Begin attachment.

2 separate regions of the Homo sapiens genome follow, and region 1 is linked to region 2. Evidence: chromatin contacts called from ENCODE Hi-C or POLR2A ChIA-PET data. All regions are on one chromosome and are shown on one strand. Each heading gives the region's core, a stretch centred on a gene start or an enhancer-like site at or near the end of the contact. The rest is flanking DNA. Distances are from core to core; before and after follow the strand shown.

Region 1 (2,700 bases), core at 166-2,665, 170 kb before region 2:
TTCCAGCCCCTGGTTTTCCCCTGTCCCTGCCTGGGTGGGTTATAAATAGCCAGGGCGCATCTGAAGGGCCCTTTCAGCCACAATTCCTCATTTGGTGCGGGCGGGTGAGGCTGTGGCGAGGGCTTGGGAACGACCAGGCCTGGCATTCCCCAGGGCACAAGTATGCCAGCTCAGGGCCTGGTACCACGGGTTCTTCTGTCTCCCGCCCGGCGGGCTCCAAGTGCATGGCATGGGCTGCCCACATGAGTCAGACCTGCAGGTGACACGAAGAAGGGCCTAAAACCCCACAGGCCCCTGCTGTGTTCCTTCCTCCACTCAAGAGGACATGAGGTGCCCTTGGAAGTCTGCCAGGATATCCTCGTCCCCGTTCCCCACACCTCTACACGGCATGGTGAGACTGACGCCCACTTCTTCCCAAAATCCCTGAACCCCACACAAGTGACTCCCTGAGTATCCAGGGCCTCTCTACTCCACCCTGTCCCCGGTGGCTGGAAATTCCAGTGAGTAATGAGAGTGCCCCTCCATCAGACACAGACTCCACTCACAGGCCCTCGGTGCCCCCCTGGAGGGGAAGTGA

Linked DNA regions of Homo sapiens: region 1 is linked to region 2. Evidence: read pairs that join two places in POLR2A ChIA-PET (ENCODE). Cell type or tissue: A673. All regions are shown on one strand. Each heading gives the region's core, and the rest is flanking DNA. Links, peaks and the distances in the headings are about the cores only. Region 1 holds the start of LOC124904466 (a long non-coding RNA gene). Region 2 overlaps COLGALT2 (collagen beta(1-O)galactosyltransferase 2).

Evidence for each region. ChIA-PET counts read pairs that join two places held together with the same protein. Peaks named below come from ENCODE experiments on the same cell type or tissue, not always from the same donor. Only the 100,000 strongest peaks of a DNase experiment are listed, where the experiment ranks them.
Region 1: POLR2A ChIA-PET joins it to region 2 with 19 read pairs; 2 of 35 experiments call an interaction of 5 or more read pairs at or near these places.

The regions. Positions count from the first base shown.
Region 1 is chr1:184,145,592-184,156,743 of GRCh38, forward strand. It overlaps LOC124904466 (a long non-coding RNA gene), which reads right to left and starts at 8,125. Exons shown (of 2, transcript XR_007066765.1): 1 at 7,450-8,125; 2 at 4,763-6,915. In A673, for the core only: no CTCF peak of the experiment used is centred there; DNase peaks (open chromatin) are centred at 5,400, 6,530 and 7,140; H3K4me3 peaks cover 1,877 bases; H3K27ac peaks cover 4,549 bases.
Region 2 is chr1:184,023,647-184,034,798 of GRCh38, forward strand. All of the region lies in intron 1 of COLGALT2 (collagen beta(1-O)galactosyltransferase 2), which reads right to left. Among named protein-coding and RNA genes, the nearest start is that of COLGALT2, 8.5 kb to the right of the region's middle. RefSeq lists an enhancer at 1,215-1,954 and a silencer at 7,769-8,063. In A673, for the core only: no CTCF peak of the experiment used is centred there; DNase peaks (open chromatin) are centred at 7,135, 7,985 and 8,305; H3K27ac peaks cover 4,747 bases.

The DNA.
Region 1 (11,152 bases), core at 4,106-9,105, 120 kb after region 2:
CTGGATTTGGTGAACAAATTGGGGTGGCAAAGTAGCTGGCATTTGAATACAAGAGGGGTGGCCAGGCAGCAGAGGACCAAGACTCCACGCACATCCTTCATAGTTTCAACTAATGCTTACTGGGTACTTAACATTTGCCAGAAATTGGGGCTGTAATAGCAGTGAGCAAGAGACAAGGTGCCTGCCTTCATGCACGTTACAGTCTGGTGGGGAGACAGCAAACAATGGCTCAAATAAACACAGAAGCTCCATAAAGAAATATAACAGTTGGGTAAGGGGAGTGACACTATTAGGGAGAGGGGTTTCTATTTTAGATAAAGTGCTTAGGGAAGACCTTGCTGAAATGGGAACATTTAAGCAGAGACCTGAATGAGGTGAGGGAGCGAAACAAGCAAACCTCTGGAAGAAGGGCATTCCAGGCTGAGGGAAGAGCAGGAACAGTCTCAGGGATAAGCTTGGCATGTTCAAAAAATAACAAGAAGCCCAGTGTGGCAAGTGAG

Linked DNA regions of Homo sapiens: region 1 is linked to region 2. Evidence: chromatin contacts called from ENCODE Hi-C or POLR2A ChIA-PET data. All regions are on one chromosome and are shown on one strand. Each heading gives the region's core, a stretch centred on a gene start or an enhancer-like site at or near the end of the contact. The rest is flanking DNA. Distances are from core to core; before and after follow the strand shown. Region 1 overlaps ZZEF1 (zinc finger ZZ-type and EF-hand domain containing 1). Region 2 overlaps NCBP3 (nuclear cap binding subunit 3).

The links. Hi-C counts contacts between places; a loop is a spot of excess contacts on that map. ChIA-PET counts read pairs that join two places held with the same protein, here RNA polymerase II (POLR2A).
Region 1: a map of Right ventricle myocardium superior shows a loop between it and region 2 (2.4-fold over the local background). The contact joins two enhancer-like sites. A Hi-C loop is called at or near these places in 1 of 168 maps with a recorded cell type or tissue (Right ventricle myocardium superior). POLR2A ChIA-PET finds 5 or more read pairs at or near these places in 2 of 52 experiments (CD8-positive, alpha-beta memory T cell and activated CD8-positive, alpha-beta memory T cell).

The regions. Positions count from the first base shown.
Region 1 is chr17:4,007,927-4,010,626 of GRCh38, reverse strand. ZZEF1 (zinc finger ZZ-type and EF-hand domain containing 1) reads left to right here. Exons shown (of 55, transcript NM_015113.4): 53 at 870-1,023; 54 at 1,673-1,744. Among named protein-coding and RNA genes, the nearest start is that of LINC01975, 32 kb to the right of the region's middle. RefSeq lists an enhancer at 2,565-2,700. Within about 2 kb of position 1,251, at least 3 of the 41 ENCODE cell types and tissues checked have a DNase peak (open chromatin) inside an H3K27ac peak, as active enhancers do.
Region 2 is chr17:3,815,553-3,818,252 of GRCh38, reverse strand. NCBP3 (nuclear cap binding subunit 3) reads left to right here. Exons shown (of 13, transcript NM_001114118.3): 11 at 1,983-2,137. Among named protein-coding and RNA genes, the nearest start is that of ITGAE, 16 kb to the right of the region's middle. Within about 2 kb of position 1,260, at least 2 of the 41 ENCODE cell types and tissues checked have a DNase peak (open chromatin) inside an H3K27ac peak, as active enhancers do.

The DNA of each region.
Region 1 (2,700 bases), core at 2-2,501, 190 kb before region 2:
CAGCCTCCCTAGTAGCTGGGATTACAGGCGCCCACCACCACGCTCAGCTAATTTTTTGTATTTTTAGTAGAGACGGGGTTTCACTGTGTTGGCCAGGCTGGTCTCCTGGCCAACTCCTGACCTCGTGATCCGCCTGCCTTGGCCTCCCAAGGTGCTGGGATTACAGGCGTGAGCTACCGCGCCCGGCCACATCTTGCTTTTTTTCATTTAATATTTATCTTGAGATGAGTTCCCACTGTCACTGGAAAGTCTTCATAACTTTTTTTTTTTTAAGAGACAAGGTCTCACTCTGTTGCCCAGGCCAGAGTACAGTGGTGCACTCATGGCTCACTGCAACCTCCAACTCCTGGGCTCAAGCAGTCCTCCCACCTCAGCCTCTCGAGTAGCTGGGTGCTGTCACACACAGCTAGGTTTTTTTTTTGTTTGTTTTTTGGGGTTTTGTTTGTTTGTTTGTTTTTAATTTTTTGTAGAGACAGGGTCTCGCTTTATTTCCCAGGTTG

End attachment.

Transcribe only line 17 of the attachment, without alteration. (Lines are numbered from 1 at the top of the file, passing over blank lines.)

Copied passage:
Region 1 is chr17:4,007,927-4,010,626 of GRCh38, reverse strand. ZZEF1 (zinc finger ZZ-type and EF-hand domain containing 1) reads left to right here. Exons shown (of 55, transcript NM_015113.4): 53 at 870-1,023; 54 at 1,673-1,744. Among named protein-coding and RNA genes, the nearest start is that of LINC01975, 32 kb to the right of the region's middle. RefSeq lists an enhancer at 2,565-2,700. Within about 2 kb of position 1,251, at least 3 of the 41 ENCODE cell types and tissues checked have a DNase peak (open chromatin) inside an H3K27ac peak, as active enhancers do.